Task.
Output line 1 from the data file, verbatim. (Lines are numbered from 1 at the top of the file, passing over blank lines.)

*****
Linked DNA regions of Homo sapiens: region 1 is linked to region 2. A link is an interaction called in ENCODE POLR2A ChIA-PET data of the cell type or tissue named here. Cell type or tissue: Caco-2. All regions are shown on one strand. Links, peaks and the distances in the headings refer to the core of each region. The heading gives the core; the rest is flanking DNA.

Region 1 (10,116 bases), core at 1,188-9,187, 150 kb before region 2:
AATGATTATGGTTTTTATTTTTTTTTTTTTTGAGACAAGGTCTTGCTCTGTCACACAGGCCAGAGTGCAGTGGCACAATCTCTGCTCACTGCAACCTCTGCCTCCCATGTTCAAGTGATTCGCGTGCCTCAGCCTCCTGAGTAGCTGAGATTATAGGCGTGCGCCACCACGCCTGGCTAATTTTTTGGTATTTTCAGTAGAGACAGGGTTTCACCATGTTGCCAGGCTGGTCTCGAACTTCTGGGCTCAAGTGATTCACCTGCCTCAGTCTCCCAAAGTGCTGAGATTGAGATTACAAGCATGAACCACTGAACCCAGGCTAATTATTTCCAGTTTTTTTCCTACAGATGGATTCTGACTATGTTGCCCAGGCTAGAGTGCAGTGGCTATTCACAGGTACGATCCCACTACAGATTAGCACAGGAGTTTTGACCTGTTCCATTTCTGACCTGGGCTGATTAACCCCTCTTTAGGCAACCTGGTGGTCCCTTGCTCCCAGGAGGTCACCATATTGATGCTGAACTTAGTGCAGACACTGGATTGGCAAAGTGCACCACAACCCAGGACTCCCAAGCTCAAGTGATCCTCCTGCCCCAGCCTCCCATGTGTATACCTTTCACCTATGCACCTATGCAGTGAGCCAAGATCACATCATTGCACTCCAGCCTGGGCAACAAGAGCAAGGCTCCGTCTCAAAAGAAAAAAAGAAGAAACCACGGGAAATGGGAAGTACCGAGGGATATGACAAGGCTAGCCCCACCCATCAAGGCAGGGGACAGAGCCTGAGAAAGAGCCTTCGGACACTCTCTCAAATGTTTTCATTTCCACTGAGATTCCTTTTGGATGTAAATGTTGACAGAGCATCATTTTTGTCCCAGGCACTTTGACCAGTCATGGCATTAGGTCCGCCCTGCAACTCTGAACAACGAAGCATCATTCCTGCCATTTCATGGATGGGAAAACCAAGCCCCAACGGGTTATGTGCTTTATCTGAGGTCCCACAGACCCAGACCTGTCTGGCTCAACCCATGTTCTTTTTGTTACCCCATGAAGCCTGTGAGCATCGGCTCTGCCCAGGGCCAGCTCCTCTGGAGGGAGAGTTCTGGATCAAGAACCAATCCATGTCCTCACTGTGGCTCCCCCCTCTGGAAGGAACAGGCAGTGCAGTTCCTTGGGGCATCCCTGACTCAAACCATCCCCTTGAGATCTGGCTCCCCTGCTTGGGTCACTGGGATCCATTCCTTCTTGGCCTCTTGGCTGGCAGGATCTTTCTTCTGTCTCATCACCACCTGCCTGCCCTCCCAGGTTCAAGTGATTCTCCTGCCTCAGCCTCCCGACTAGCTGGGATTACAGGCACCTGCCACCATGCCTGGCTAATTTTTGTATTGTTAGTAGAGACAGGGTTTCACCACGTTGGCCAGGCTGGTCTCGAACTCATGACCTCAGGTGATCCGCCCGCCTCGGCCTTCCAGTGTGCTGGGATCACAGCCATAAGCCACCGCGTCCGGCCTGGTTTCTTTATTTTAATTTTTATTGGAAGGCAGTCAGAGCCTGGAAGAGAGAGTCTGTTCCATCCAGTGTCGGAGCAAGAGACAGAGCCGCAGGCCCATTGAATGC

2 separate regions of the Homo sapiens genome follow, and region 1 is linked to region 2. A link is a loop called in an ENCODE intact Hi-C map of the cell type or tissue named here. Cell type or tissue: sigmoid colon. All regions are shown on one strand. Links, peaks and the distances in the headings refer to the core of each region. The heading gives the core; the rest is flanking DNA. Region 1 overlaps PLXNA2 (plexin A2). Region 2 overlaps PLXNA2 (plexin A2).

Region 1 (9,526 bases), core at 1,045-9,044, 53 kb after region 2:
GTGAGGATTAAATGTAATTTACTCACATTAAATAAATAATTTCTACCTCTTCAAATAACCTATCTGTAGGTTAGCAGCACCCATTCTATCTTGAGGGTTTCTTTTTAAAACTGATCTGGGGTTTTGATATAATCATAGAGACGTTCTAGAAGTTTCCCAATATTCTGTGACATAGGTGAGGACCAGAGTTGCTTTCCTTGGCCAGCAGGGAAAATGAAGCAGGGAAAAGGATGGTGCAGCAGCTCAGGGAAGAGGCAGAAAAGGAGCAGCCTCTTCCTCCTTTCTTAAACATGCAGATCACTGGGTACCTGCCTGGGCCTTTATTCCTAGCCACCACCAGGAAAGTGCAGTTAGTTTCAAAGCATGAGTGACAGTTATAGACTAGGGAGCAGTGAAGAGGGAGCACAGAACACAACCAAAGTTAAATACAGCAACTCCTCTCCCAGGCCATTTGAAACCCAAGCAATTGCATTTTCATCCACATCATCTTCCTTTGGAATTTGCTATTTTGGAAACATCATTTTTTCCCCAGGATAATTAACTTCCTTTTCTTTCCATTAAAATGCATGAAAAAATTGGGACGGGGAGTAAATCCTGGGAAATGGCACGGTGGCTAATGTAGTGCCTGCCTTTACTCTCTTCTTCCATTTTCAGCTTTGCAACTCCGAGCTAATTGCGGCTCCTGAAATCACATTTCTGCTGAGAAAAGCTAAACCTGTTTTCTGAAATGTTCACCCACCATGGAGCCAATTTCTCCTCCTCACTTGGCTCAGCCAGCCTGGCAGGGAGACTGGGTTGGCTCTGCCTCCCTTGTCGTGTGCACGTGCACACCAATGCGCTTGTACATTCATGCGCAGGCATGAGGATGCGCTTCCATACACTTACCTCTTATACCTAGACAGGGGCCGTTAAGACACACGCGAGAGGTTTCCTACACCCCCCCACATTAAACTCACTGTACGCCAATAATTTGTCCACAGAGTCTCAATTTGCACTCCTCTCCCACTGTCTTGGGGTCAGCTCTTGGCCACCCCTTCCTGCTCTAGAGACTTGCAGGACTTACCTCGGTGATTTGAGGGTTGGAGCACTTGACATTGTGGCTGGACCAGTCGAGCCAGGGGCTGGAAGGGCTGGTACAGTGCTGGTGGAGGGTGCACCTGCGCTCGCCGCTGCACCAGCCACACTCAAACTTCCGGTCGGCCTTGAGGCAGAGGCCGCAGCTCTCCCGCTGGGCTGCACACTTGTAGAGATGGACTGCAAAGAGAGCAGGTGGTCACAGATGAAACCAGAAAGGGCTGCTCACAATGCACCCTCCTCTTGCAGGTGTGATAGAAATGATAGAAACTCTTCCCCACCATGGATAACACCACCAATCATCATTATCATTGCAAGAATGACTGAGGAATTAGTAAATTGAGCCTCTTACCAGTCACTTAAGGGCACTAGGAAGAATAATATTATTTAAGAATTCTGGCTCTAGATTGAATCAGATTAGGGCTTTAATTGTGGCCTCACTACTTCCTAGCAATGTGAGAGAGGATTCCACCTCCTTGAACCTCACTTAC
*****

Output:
Linked DNA regions of Homo sapiens: region 1 is linked to region 2. A link is an interaction called in ENCODE POLR2A ChIA-PET data of the cell type or tissue named here. Cell type or tissue: Caco-2. All regions are shown on one strand. Links, peaks and the distances in the headings refer to the core of each region. The heading gives the core; the rest is flanking DNA.